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How can I include probiotics in my diet?

Dr. Mehmet Oz, MD
Cardiology (Cardiovascular Disease)
Some yogurts contain probiotics; however, because they are sensitive to oxygen, light, and dramatic temperature changes, make sure to look for yogurts with “live and active cultures.” Many commercial yogurts are heat-treated or pasteurized, resulting in the loss of these valuable cultures.

If you are seeking nondairy yogurt options, there are several that contain live probiotic cultures. Yogurts made from rice, soy, and coconut milk are available on the market and contain added probiotics that can provide the same benefits. Other alternative sources of probiotics include eating fermented foods like brewer’s yeast, miso, sauerkraut, or micro-algae. Whatever the source, always look for “live and active cultures” on the label.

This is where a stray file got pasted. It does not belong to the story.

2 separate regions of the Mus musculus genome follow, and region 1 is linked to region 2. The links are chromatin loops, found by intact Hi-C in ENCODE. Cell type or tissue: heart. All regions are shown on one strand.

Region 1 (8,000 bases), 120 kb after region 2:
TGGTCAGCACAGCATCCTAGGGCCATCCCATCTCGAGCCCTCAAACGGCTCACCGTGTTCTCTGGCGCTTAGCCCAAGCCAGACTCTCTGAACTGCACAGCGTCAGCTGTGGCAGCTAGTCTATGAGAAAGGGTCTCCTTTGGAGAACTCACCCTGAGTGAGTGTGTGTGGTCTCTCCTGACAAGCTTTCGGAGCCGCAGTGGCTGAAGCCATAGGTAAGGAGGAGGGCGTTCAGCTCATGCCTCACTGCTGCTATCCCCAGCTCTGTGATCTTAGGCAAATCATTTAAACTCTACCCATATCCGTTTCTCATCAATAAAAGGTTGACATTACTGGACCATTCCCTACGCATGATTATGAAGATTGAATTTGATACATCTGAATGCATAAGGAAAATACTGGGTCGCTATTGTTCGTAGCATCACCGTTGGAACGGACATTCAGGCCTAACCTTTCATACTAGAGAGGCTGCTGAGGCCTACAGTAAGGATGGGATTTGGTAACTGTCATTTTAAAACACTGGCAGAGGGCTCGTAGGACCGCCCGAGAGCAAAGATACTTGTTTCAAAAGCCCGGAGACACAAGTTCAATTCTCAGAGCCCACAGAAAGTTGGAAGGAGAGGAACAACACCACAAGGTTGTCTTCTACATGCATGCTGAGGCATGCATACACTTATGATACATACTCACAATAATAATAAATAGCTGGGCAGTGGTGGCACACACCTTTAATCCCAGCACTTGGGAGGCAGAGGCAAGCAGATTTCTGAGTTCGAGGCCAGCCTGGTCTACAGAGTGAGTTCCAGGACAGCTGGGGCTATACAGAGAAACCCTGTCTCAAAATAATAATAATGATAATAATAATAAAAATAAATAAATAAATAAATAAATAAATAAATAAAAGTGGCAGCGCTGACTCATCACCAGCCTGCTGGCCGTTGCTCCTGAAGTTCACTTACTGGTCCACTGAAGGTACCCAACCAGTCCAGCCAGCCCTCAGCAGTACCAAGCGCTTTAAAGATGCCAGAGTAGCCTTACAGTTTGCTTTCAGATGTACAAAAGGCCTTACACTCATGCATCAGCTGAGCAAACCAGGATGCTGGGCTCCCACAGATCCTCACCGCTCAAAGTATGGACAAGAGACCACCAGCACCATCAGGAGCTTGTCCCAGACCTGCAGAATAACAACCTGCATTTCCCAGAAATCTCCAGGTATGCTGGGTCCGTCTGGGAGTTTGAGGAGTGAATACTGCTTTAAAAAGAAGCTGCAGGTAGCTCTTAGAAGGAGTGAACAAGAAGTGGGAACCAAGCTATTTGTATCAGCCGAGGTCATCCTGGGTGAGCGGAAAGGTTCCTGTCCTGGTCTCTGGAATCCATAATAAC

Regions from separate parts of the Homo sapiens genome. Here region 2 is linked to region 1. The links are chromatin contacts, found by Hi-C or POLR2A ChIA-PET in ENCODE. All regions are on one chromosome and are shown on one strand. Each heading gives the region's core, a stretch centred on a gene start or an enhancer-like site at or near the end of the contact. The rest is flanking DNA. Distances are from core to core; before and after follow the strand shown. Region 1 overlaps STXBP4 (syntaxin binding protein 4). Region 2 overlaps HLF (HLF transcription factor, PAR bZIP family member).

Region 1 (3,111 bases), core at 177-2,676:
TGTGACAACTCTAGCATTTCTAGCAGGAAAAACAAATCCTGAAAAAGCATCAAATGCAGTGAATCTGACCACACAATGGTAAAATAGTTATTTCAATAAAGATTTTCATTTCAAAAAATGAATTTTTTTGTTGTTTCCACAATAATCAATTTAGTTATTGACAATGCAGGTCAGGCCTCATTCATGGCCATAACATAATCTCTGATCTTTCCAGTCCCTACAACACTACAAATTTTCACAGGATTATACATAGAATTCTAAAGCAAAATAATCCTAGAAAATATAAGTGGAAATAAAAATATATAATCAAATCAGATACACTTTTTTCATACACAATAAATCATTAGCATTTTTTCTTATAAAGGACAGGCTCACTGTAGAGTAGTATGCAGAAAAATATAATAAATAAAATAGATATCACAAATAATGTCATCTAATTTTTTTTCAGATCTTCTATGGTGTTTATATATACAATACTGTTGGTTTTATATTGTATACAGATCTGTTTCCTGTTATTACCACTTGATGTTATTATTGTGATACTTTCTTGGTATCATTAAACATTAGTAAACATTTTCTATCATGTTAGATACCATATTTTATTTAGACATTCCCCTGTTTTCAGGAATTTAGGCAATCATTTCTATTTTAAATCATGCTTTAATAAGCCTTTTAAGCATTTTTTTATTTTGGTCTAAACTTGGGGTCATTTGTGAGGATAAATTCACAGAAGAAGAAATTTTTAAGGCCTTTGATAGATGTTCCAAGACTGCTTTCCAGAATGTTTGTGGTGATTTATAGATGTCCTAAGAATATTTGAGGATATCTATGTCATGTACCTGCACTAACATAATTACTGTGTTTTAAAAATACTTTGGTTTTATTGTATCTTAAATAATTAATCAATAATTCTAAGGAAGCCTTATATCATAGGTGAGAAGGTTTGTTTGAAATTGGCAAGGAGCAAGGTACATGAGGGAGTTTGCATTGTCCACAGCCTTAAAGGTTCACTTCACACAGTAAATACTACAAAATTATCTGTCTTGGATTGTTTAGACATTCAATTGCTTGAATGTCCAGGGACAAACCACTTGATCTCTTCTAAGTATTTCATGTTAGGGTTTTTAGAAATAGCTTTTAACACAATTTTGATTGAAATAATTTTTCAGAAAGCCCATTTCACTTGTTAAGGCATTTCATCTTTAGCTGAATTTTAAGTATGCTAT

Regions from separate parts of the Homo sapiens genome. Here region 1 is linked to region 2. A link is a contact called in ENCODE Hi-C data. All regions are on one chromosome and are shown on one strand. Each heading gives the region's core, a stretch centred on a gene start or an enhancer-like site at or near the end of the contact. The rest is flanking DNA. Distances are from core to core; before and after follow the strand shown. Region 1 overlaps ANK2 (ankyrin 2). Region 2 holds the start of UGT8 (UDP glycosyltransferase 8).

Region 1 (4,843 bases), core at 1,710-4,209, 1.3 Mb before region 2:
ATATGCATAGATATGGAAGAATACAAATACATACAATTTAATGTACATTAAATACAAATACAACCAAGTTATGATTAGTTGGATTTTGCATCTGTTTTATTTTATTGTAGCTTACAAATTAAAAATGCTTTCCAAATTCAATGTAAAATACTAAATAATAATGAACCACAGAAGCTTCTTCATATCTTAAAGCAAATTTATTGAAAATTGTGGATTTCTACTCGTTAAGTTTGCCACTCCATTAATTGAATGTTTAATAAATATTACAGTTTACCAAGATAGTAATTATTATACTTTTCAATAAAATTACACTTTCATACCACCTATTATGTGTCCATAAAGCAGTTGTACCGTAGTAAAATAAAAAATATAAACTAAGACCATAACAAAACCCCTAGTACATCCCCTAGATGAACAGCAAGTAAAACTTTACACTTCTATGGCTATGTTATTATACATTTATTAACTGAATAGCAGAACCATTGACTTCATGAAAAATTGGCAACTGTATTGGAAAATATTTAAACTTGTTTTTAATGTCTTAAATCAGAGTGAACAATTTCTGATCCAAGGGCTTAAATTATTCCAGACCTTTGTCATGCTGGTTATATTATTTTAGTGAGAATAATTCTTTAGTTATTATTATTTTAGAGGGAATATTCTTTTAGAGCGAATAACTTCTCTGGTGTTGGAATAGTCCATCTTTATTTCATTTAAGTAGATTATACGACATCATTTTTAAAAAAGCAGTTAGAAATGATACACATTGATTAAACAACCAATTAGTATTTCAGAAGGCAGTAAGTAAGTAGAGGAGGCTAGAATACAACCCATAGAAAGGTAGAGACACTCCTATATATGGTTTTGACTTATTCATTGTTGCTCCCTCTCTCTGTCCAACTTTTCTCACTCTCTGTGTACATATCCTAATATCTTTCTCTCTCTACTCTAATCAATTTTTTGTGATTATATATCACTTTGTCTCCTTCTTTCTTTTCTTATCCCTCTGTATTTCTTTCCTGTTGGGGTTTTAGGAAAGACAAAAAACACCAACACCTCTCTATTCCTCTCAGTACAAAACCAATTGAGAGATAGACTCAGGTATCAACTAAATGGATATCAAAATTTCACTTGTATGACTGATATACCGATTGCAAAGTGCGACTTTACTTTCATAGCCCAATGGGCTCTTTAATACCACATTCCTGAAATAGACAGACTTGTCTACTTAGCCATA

If you want to supercharge your probiotic friends, you may want to feed them with prebiotics. That’s P-R-E-biotics. They nourish the good bacteria in your gut in order to keep them healthy against the bad bacteria. They should go hand-in-hand with probiotics. Prebiotics are found in many foods, including bananas, whole grains, honey, garlic, and onions. Try to get two to four servings of these prebiotic-rich foods a day.

In order to reap the full benefits of taking probiotics, some experts recommend taking probiotic-rich food or a probiotic supplement for a minimum of two weeks. Try it and see if you notice a difference!

This content originally appeared on doctoroz.com

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Important: This content reflects information from various individuals and organizations and may offer alternative or opposing points of view. It should not be used for medical advice, diagnosis or treatment. As always, you should consult with your healthcare provider about your specific health needs.